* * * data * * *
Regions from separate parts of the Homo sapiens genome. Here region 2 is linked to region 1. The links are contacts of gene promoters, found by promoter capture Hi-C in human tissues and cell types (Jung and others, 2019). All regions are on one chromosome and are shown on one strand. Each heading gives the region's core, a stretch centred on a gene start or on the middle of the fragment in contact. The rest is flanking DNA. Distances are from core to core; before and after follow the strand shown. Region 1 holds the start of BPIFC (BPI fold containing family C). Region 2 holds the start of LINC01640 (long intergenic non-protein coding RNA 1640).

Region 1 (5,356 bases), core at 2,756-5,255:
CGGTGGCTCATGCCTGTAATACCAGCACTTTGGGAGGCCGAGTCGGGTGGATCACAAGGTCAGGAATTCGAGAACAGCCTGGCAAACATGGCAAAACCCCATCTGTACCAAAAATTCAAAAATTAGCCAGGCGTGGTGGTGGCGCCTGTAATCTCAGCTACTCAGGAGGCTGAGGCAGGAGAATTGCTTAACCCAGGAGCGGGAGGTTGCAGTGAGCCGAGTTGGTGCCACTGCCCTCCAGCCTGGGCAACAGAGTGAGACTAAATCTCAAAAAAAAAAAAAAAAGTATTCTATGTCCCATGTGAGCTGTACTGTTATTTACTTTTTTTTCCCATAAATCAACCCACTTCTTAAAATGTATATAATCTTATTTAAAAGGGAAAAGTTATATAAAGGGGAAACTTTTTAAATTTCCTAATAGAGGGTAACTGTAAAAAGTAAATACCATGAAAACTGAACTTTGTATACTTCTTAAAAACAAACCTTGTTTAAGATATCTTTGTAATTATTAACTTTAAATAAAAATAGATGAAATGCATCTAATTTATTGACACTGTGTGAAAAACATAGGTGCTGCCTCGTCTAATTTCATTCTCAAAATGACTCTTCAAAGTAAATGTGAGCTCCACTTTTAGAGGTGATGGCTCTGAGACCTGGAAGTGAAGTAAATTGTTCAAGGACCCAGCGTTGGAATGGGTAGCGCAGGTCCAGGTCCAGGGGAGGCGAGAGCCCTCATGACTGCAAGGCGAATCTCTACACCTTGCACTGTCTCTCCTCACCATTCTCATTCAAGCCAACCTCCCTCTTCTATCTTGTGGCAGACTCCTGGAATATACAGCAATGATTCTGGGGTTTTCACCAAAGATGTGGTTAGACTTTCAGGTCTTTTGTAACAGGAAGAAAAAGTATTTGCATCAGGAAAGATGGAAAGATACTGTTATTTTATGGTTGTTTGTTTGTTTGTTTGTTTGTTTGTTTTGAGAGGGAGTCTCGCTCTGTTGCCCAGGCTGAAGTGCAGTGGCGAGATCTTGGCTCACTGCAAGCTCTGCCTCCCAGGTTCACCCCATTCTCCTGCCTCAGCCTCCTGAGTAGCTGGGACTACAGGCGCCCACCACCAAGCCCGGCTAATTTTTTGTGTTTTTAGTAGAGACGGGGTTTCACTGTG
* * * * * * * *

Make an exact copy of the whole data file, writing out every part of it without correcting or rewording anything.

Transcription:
Regions from separate parts of the Homo sapiens genome. Here region 2 is linked to region 1. The links are contacts of gene promoters, found by promoter capture Hi-C in human tissues and cell types (Jung and others, 2019). All regions are on one chromosome and are shown on one strand. Each heading gives the region's core, a stretch centred on a gene start or on the middle of the fragment in contact. The rest is flanking DNA. Distances are from core to core; before and after follow the strand shown. Region 1 holds the start of BPIFC (BPI fold containing family C). Region 2 holds the start of LINC01640 (long intergenic non-protein coding RNA 1640).

Region 1 (5,356 bases), core at 2,756-5,255:
CGGTGGCTCATGCCTGTAATACCAGCACTTTGGGAGGCCGAGTCGGGTGGATCACAAGGTCAGGAATTCGAGAACAGCCTGGCAAACATGGCAAAACCCCATCTGTACCAAAAATTCAAAAATTAGCCAGGCGTGGTGGTGGCGCCTGTAATCTCAGCTACTCAGGAGGCTGAGGCAGGAGAATTGCTTAACCCAGGAGCGGGAGGTTGCAGTGAGCCGAGTTGGTGCCACTGCCCTCCAGCCTGGGCAACAGAGTGAGACTAAATCTCAAAAAAAAAAAAAAAAGTATTCTATGTCCCATGTGAGCTGTACTGTTATTTACTTTTTTTTCCCATAAATCAACCCACTTCTTAAAATGTATATAATCTTATTTAAAAGGGAAAAGTTATATAAAGGGGAAACTTTTTAAATTTCCTAATAGAGGGTAACTGTAAAAAGTAAATACCATGAAAACTGAACTTTGTATACTTCTTAAAAACAAACCTTGTTTAAGATATCTTTGTAATTATTAACTTTAAATAAAAATAGATGAAATGCATCTAATTTATTGACACTGTGTGAAAAACATAGGTGCTGCCTCGTCTAATTTCATTCTCAAAATGACTCTTCAAAGTAAATGTGAGCTCCACTTTTAGAGGTGATGGCTCTGAGACCTGGAAGTGAAGTAAATTGTTCAAGGACCCAGCGTTGGAATGGGTAGCGCAGGTCCAGGTCCAGGGGAGGCGAGAGCCCTCATGACTGCAAGGCGAATCTCTACACCTTGCACTGTCTCTCCTCACCATTCTCATTCAAGCCAACCTCCCTCTTCTATCTTGTGGCAGACTCCTGGAATATACAGCAATGATTCTGGGGTTTTCACCAAAGATGTGGTTAGACTTTCAGGTCTTTTGTAACAGGAAGAAAAAGTATTTGCATCAGGAAAGATGGAAAGATACTGTTATTTTATGGTTGTTTGTTTGTTTGTTTGTTTGTTTGTTTTGAGAGGGAGTCTCGCTCTGTTGCCCAGGCTGAAGTGCAGTGGCGAGATCTTGGCTCACTGCAAGCTCTGCCTCCCAGGTTCACCCCATTCTCCTGCCTCAGCCTCCTGAGTAGCTGGGACTACAGGCGCCCACCACCAAGCCCGGCTAATTTTTTGTGTTTTTAGTAGAGACGGGGTTTCACTGTG